In recent months, we’ve been fielding numerous inquiries about medical aid and healthcare. The escalating contributions to medical aid and healthcare plans over the past few years have begun to strain monthly budgets for many, with seemingly diminishing coverage. For a family of four, a well-known medical aid plan can range from R8,000 to R33,000 per month, depending on the chosen option.
This significant financial commitment poses challenges, particularly for retirees and young families. Reflecting on my three decades in the financial services industry, I recall when traditional medical aid covered almost everything. Nowadays, a clear division exists between the insured portion, primarily for hospitalization, and the savings portion, covering day-to-day doctor visits and medication.
As private hospitals and specialists raise their rates annually, it’s not uncommon to find oneself paying out-of-pocket even after routine procedures. I recently encountered this firsthand when a family member underwent a hernia operation. Despite obtaining pre-authorization, they were shocked to discover an additional bill of over R10,000 from the surgeon, well beyond what their medical aid covered.
In some instances, the specialists’ offices may fail to communicate that they charge over three times the rate covered by the medical aid. While the ethical implications are debatable, such scenarios occur frequently.
The bottom line remains that medical aid is a necessity, given the unreliability of state-provided healthcare. Here are some considerations if you’re contemplating your options:
1. Gap Cover:
Ensure you have gap cover, opting for a comprehensive plan rather than the cheapest. Gap cover can address in-hospital expenses not covered by your medical aid, offering significant value for a relatively low cost.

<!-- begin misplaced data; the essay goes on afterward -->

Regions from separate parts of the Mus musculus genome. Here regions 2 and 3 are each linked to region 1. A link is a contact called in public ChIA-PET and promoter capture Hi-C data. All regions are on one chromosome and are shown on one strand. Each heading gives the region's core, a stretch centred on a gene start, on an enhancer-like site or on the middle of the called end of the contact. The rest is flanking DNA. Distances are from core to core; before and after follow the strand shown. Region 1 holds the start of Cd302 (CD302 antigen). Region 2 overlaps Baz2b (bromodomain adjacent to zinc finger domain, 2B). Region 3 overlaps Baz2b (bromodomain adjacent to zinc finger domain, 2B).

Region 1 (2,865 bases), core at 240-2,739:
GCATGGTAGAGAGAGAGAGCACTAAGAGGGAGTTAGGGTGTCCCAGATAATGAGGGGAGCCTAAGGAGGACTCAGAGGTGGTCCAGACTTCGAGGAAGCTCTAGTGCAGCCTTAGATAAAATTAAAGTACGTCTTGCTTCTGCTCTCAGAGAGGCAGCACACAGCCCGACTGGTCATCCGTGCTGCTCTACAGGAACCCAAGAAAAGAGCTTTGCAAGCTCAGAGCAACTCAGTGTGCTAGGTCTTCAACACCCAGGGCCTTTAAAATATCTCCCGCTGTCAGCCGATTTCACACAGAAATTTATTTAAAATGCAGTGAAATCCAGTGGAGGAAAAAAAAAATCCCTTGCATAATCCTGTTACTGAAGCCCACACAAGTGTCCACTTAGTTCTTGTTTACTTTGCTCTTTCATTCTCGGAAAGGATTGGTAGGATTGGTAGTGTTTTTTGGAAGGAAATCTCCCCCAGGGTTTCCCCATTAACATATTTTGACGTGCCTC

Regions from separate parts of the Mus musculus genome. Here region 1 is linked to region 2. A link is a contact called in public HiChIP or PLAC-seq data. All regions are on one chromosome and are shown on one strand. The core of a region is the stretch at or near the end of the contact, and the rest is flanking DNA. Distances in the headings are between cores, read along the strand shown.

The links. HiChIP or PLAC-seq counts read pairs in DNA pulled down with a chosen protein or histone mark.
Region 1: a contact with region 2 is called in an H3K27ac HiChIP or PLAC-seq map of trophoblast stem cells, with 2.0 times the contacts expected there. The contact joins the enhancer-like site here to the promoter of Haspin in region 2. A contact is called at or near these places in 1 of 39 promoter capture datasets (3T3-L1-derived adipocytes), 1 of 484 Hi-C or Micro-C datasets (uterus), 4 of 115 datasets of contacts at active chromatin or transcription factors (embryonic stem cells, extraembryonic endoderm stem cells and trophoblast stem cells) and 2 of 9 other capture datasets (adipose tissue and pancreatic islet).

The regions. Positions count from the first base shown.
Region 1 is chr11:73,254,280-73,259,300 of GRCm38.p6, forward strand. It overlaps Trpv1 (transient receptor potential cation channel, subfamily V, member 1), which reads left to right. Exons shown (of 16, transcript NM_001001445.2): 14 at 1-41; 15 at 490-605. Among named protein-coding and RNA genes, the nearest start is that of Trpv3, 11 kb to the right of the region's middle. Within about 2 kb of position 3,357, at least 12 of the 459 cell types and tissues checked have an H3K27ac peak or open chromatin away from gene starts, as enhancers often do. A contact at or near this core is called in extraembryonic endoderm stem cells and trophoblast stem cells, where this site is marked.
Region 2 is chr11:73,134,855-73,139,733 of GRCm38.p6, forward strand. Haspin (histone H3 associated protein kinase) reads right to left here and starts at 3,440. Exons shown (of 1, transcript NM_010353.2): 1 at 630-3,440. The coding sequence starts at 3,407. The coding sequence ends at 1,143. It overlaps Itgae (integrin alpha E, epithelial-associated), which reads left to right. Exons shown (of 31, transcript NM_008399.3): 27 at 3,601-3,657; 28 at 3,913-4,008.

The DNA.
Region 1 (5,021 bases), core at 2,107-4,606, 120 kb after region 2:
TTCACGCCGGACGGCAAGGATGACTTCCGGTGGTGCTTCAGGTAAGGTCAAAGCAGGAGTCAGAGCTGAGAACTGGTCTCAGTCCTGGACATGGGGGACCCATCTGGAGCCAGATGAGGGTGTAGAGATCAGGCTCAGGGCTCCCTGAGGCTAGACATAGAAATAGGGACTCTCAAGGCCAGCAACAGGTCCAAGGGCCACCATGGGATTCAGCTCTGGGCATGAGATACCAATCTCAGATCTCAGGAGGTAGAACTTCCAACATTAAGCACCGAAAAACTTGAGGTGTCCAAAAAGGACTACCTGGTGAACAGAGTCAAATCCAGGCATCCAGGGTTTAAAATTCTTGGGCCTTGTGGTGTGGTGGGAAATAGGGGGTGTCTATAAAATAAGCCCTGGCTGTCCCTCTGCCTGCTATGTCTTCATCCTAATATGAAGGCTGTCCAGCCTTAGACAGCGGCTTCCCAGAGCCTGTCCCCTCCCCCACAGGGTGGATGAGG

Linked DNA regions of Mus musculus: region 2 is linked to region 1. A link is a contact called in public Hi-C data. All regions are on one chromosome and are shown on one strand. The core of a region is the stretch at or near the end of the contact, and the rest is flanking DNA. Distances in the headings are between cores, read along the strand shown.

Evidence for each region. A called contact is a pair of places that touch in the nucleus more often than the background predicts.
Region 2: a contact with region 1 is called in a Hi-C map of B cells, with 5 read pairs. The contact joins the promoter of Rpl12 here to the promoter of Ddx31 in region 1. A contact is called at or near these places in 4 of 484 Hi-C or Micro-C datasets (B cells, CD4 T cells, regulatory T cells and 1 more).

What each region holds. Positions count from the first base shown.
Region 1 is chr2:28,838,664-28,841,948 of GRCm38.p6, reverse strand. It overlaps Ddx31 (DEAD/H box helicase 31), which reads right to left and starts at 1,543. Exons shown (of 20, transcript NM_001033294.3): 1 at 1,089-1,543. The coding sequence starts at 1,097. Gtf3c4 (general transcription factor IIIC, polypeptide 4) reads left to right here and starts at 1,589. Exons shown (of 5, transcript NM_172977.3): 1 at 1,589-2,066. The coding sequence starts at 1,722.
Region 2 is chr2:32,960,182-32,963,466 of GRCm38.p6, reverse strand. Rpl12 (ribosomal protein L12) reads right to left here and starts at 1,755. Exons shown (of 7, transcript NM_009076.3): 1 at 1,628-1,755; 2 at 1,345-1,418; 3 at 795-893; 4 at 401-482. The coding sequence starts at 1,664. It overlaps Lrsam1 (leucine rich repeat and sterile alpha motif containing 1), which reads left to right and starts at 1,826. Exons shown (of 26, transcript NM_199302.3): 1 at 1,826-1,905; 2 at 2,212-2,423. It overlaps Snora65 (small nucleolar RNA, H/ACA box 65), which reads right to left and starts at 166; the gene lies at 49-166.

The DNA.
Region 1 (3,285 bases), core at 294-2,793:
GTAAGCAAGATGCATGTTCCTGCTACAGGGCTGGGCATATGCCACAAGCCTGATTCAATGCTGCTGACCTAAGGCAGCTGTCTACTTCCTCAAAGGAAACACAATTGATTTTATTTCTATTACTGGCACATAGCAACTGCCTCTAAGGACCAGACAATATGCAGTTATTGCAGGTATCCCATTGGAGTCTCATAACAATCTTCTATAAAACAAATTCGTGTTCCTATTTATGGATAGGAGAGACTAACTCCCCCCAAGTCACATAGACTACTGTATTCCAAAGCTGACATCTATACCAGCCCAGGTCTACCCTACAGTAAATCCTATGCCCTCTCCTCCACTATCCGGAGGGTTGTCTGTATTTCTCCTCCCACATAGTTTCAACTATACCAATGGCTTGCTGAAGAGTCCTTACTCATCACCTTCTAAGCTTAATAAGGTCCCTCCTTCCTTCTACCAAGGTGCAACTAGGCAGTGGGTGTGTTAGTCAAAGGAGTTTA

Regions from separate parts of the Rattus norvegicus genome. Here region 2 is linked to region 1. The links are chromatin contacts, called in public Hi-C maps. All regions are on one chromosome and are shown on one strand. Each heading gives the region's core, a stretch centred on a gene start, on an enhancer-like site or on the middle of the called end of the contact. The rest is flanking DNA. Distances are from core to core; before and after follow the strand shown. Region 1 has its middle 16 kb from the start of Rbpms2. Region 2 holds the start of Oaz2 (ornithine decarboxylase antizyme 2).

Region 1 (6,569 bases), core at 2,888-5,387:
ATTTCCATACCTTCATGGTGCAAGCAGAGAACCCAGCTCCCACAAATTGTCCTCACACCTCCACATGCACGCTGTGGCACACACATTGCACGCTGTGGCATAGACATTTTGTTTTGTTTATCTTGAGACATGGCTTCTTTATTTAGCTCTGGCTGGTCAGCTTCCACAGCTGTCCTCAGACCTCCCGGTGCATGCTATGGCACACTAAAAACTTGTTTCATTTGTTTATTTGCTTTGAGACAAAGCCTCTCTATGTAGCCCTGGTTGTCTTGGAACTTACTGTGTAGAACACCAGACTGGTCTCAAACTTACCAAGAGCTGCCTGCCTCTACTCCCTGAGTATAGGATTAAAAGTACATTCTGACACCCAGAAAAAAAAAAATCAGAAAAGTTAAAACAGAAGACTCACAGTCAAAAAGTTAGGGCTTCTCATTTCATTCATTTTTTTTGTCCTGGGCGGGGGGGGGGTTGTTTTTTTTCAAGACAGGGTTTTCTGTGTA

Consider moving to a lower plan option on your medical aid and redirect the savings toward a “medical fund.” We recently assisted a family of four in making this transition, saving them R18,000 per month. In three years, they anticipate having around R500,000 in this fund to cover out-of-hospital expenses, supported by a healthy balance in their medical aid savings account and gap cover.
3. Plan Ahead:
Conduct thorough research before undergoing any medical procedure. Understand what will and won’t be covered and proactively negotiate with specialists regarding their charges or payment terms.
4. Explore Other Options:
Investigate alternative medical aid providers and their offerings. Some plans cater to lower-income earners with reduced contributions; certain providers even offer affordable student options.
When strategizing with our clients, we assume medical inflation to be 5% higher than normal inflation. Have you incorporated this into your planning? If not, particularly if you’re nearing retirement, addressing this aspect is crucial, as it can significantly impact your retirement plan.
Dirk Groeneveld, Certified Financial Planner.